Exactly 20 days ago, I announced that I would run for Governor of Louisiana in 2015. I was very hopeful about what folks’ reaction to that decision would be. But I have to say–with real humility and enormous thanks–that my very hopeful expectations were FAR surpassed.
Wendy and I have been absolutely overwhelmed by your generous response. We’re so grateful.
And your support has been amazing in every category.
In just 20 days, our campaign has raised $1.36 million. This is the most generous outpouring of support I’ve ever experienced. Wendy and I are truly humbled and thankful.
In just 20 days, we’ve reassembled the core of our vibrant grassroots team in every one of our 64 parishes. And we continue to add volunteers, block captains, parish leaders, and others to that well-organized network every day.
In just 20 days, we’ve attracted many respected thought leaders and experts to help us. We’re actively soliciting bright ideas about building excellence in K-12 and higher education, creating good-paying jobs for today and tomorrow, and stabilizing the budget through spending and tax reform.
One assumes the $1.36 million Vitter is boasting of is in addition to the $1.5 million his PAC already had on hand before he announced his candidacy.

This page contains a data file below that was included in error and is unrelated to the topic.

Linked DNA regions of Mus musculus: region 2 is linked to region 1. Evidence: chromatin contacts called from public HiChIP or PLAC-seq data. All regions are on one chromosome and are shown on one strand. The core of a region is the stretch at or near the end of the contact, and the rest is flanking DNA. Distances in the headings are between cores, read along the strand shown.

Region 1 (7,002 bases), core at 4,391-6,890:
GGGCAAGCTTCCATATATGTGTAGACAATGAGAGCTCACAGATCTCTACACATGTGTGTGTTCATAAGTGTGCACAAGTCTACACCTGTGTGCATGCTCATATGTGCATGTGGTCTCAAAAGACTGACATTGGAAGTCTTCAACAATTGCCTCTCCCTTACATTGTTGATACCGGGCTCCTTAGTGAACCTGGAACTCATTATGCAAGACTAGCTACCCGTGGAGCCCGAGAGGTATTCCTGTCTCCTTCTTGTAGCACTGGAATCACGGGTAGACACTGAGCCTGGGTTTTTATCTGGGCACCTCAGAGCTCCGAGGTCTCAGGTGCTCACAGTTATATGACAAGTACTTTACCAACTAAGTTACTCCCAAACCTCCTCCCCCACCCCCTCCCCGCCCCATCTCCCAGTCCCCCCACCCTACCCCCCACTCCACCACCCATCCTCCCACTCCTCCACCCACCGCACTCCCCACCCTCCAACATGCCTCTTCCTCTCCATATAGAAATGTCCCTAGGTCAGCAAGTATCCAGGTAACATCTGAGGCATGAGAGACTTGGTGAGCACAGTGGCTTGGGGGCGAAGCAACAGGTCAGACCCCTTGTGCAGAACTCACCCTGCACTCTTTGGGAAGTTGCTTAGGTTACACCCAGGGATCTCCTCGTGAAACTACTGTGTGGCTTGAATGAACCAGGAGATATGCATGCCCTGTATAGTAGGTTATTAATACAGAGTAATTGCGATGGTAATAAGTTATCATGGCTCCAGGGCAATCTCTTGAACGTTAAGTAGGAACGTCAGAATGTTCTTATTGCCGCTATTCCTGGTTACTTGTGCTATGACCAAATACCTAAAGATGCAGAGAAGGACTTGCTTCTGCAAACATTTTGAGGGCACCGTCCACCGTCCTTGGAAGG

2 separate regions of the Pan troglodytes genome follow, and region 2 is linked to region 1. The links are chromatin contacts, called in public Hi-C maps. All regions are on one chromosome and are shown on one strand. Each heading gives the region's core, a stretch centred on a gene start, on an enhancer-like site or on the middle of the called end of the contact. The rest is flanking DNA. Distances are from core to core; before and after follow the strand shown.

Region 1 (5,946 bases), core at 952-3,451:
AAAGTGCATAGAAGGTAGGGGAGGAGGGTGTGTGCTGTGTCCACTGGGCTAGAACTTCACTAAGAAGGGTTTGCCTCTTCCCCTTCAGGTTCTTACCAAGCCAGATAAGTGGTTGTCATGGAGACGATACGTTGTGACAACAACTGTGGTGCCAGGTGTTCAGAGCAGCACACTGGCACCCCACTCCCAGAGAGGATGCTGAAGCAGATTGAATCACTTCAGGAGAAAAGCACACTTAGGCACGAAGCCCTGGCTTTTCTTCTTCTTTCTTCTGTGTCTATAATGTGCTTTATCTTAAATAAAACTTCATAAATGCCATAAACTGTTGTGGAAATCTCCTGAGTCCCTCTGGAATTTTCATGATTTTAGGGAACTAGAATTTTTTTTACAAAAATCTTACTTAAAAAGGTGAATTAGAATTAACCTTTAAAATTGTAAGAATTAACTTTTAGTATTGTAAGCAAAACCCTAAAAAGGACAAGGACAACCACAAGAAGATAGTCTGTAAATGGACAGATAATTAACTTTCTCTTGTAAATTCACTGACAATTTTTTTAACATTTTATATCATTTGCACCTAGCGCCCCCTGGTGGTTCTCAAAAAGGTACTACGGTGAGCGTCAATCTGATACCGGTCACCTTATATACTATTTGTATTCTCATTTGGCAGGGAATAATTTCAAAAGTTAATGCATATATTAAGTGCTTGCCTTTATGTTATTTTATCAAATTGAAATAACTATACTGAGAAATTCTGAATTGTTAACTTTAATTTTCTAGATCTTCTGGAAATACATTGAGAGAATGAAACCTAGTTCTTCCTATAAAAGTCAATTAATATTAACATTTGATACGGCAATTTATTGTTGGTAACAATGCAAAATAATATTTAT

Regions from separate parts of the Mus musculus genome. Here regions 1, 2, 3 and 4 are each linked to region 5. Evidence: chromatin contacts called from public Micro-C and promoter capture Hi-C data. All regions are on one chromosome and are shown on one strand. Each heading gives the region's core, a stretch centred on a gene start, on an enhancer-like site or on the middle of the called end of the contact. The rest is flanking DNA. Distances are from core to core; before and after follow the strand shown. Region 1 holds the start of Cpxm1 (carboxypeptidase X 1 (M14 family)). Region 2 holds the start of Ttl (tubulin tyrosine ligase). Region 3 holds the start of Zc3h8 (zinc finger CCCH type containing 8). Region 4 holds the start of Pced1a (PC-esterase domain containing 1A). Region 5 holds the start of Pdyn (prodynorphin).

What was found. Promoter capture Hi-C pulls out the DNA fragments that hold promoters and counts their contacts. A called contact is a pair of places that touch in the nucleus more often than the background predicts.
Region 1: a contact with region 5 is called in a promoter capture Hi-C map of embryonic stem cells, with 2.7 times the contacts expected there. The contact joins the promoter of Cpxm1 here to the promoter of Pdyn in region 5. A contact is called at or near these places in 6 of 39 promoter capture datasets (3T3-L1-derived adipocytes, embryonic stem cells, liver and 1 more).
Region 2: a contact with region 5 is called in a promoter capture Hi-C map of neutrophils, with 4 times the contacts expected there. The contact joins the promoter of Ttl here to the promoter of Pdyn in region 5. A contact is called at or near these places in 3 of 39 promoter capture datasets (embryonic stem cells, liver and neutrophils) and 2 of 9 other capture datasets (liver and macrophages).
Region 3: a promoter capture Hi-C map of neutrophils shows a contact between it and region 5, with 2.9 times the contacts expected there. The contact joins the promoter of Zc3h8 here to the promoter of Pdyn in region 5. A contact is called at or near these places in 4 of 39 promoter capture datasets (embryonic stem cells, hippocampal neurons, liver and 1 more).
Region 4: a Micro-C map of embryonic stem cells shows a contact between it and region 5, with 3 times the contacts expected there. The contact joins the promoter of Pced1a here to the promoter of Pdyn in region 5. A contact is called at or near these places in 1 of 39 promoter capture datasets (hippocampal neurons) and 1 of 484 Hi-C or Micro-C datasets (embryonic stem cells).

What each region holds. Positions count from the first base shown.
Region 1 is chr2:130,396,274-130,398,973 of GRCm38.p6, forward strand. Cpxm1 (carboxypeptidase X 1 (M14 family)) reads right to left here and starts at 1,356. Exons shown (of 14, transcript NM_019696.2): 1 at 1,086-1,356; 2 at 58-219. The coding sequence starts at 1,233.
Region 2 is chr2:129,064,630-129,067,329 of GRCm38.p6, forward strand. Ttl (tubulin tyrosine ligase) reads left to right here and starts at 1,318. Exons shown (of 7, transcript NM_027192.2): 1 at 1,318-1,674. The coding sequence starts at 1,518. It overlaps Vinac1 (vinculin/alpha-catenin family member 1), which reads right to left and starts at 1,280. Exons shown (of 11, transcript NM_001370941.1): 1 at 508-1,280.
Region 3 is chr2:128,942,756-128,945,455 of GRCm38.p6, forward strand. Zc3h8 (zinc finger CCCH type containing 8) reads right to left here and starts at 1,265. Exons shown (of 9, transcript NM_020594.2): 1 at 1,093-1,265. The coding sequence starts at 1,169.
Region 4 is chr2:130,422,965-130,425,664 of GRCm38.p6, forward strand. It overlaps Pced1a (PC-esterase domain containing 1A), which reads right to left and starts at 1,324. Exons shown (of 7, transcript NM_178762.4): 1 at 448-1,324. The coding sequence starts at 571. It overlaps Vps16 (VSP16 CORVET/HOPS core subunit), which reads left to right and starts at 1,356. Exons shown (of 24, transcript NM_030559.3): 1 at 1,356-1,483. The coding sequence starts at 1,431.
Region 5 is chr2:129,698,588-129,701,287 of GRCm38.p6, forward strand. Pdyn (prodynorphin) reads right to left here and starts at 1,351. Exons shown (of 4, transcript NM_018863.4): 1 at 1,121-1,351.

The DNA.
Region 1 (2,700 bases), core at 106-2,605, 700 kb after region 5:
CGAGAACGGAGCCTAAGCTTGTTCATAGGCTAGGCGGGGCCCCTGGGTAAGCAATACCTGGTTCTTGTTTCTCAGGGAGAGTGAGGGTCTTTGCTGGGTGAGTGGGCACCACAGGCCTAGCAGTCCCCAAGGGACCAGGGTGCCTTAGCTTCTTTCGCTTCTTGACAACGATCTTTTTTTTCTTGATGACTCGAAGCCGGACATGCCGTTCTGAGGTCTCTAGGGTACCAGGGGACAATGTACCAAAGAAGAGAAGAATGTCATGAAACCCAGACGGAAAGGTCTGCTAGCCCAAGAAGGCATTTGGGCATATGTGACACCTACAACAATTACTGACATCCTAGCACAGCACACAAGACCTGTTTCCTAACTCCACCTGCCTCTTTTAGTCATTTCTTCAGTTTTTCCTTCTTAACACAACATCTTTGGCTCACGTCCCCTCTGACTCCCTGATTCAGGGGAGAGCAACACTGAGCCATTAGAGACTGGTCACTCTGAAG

That’s big money.
It isn’t likely to scare off Vitter’s top competitor for next year’s gubernatorial race, though, as Jay Dardenne filed a finance report on Friday with the Ethics Board which included a not-too-shabby cash on hand number as well…
Obviously, Vitter picking up $1.36 million in 20 days is more impressive than Dardenne building a $1.23 million war chest over the course of last year plus what he already had in his state account.
But since there’s a whole year before the 2015 governor’s race really gets started and the candidates will do nothing but raise money for that time period, we at least know where they’re starting from.
And by the by, we don’t have a filing to cover 2013 from state rep. John Bel Edwards, the Democrat in the race. As a rule, when candidates are slow in filing their reports it’s a sign that they haven’t raised a whole lot of money.
That’s likely true of Edwards, for a number of reasons. It’s also likely to be a lot more true in the immediate future since the state Democrat Party voted over the weekend to endorse the lawsuits filed by Jefferson Parish, Plaquemines Parish and the Southeast Louisiana Flood Protection Authority against the oil industry alleging various theories of environmental harm. Edwards isn’t on record as supporting the state party’s decision, though since he’s a trial lawyer and a good liberal one imagines he’s probably for it. It will be interesting to see what Edwards does there; he could probably pick up some trial lawyer money if he sticks to the state Dem line, but the oil and gas industry will come after him big-time if he does and he can kiss goodbye a lot of votes in places like Houma, Thibodaux and Lafayette which Democrats used to get back when they used to be able to win elections.